Breaking the slavery of custom

Earlier this month a friend recommended a book by C.H. Spurgeon called “Eccentric Preachers”. I have read a few pages and if has been compelling. In the introductory chapter there are three sentences I wanted to share that remind me that the people God uses to bring about change in the world are those most would consider eccentric.

“The slavery of custom is as hard and crushing as any other form of human bondage, and blessed is he who for the the truth’s sake disdains to wear the galling chain, preferring rather to be charged with singularity and held up to ridicule. It is clear, then, that eccentricity may in certain cases be a virtue. When it touches the moral and the spiritual it may be worthy of all honour.”

In the West a modest pursuit of anything spiritual may be viewed as something noble by cultural standards this practice lends itself to evangelical Christians contently living a modestly “Christian” life. We tend to live so that we would not be bothered. Contrast that with the Apostle Paul’s attitude.

Philippians 3:8-10
Indeed, I count everything as loss because of the surpassing worth of knowing Christ Jesus my Lord. For his sake I have suffered the loss of all things and count them as rubbish, in order that I may gain Christ and be found in him, not having a righteousness of my own that comes from the law, but that which comes through faith in Christ, the righteousness from God that depends on faith— that I may know him and the power of his resurrection, and may share his sufferings, becoming like him in his death, that by any means possible I may attain the resurrection from the dead.

May we be so eccentric.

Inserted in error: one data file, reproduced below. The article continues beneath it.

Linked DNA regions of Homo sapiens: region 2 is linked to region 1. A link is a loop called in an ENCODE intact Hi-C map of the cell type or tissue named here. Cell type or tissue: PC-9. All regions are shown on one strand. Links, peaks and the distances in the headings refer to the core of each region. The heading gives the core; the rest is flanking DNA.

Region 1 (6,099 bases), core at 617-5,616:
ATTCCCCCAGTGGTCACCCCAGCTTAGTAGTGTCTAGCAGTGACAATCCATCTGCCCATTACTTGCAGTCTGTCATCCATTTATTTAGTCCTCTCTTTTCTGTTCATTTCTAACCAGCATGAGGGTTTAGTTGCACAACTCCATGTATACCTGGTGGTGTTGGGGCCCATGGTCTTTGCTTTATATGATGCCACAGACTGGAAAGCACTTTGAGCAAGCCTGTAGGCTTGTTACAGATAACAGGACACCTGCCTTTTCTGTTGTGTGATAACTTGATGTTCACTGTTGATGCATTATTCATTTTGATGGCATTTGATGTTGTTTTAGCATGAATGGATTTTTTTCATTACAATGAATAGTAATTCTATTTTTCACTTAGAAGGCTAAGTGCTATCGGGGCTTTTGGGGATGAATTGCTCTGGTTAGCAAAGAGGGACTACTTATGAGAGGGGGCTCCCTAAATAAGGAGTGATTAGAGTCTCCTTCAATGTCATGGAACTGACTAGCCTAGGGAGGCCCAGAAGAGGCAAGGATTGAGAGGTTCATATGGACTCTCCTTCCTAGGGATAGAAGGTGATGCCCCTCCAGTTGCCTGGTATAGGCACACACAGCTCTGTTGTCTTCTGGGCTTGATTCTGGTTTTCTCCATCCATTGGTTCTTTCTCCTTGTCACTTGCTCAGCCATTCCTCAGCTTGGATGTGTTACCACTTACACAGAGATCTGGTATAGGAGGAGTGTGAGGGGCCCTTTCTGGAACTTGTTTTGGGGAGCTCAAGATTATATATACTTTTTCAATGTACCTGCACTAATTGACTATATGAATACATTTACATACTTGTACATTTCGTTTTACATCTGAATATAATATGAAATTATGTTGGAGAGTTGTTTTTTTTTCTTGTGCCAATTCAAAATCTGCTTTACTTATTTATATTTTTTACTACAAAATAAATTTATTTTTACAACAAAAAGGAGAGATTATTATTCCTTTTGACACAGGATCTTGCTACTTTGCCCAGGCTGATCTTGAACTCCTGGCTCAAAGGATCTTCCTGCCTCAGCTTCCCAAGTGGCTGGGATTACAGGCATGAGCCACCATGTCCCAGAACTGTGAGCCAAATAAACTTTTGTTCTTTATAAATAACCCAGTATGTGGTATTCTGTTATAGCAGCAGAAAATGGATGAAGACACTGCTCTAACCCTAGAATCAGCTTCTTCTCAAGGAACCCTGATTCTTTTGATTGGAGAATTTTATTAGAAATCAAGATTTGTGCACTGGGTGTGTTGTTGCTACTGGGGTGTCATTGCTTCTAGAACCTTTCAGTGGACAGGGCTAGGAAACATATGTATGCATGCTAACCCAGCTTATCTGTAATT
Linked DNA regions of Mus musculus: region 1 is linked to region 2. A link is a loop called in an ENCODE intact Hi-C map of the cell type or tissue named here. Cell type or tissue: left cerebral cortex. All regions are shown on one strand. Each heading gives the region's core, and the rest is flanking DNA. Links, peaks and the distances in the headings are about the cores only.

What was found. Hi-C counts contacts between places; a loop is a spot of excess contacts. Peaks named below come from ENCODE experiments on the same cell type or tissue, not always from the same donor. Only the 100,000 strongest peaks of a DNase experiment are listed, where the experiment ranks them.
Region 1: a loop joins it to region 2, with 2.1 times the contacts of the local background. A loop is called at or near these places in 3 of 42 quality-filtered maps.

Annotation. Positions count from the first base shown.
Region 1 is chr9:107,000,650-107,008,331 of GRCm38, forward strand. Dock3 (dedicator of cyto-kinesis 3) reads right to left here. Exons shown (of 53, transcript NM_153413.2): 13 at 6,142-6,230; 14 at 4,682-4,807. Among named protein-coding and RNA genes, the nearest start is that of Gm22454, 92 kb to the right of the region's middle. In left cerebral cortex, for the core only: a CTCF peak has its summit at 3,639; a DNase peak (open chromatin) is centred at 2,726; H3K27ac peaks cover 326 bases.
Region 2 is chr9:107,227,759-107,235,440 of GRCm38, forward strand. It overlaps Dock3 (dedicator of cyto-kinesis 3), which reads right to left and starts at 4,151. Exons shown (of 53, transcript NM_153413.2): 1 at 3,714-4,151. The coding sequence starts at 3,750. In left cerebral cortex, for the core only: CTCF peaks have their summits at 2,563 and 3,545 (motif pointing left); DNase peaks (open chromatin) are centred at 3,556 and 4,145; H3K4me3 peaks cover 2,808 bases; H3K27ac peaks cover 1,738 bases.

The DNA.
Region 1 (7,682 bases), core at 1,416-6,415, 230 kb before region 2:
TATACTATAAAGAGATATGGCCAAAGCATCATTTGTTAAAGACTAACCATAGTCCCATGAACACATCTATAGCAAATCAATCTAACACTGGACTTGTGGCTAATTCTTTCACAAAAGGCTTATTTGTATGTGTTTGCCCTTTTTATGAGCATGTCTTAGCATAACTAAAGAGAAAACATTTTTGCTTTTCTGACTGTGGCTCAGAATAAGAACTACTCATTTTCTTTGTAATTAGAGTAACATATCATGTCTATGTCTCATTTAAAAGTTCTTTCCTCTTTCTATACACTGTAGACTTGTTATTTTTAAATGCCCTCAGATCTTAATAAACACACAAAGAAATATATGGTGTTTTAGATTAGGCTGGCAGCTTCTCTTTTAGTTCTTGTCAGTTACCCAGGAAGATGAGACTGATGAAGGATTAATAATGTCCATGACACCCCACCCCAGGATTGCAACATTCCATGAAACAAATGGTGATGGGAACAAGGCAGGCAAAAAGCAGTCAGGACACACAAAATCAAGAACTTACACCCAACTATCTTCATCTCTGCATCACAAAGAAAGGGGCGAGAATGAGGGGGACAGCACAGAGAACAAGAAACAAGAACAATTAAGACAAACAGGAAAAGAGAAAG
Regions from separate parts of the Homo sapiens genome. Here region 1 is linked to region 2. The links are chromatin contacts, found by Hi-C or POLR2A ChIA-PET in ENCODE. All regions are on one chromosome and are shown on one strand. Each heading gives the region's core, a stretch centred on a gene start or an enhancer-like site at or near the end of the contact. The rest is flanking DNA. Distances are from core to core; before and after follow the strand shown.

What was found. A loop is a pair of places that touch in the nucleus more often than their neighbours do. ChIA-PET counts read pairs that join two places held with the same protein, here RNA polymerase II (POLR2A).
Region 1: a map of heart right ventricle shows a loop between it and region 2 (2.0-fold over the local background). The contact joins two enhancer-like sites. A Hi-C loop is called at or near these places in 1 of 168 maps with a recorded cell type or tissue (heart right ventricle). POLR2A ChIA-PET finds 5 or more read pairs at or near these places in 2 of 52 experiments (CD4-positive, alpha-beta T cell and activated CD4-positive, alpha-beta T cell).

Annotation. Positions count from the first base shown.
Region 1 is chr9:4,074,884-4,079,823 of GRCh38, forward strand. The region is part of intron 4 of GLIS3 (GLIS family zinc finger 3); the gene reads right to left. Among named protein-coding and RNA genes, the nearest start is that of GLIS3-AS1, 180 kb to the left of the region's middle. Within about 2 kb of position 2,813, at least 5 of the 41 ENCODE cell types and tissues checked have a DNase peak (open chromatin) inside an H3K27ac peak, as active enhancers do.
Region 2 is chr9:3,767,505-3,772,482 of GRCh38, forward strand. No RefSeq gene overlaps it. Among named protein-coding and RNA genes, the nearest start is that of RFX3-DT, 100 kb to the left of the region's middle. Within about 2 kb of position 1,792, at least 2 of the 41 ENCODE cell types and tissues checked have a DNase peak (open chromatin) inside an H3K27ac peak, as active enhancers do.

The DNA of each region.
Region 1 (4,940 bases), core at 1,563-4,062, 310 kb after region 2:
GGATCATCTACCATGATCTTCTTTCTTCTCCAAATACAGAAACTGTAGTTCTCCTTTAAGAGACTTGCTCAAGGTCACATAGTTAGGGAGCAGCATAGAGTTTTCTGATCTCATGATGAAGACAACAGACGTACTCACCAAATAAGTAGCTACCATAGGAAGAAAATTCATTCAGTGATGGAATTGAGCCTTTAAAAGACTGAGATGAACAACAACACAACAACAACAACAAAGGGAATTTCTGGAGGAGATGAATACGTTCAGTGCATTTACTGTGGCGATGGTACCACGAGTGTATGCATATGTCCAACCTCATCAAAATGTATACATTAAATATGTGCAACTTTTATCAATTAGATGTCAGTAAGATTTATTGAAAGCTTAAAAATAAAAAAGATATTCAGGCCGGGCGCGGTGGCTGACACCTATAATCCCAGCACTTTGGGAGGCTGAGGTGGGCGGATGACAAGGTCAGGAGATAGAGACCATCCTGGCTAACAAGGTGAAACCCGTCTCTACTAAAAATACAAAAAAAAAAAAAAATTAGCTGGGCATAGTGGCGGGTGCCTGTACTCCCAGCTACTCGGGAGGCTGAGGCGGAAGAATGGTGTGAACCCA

Happy Birthday

Eliza Jane was born today at seven forty two. She is six pounds and thirteen ounces. She is beautiful. Lisa is doing well too. Your prayers are appreciated! It is indeed a happy birthday.


Presenting Eliza Jane from Clyde S. on Vimeo.

Your own dirt

“Strive for deep conviction more than superficial originality, and deep originality will come. Your tomatoes will take the ribbon at the fair, provided you learned how to grow them in your own dirt.” -Doug Wilson, from his very helpful article on Time Management


This evening, Claire, Evan and I accompanied Lisa on a trip to the grocery store. We needed just a few additional items in support of the Children’s Hunger Fund Foodpak drive that our church is involved in, along with that we needed some things in support of life itself. Lisa is trying to make things easy for us while she’s recovering and adjusting to the birth of Eliza.

Though it is not uncommon in a lot of homes, my wife takes great care of us. Our home is clean, clothes have been laundered and now some easy food items are in the refrigerator. And while these things may not be unique, I have to say I am very grateful and I am uniquely blessed to have her as a partner.

My friend Sean encouraged me to read John Piper’s book, Brothers, We Are Not Professionals and I’ve enjoyed it immensely. In the 29th chapter entitled, “Brothers, Love Your Wives” he draws implications from Ephesians 5, one is that “a husband and wife should pursue their own joy in the joy of each other.” I seek to live this way, and yet through Lisa’s pursuit of joy in my own joy [and our little family’s joy] I taste it daily.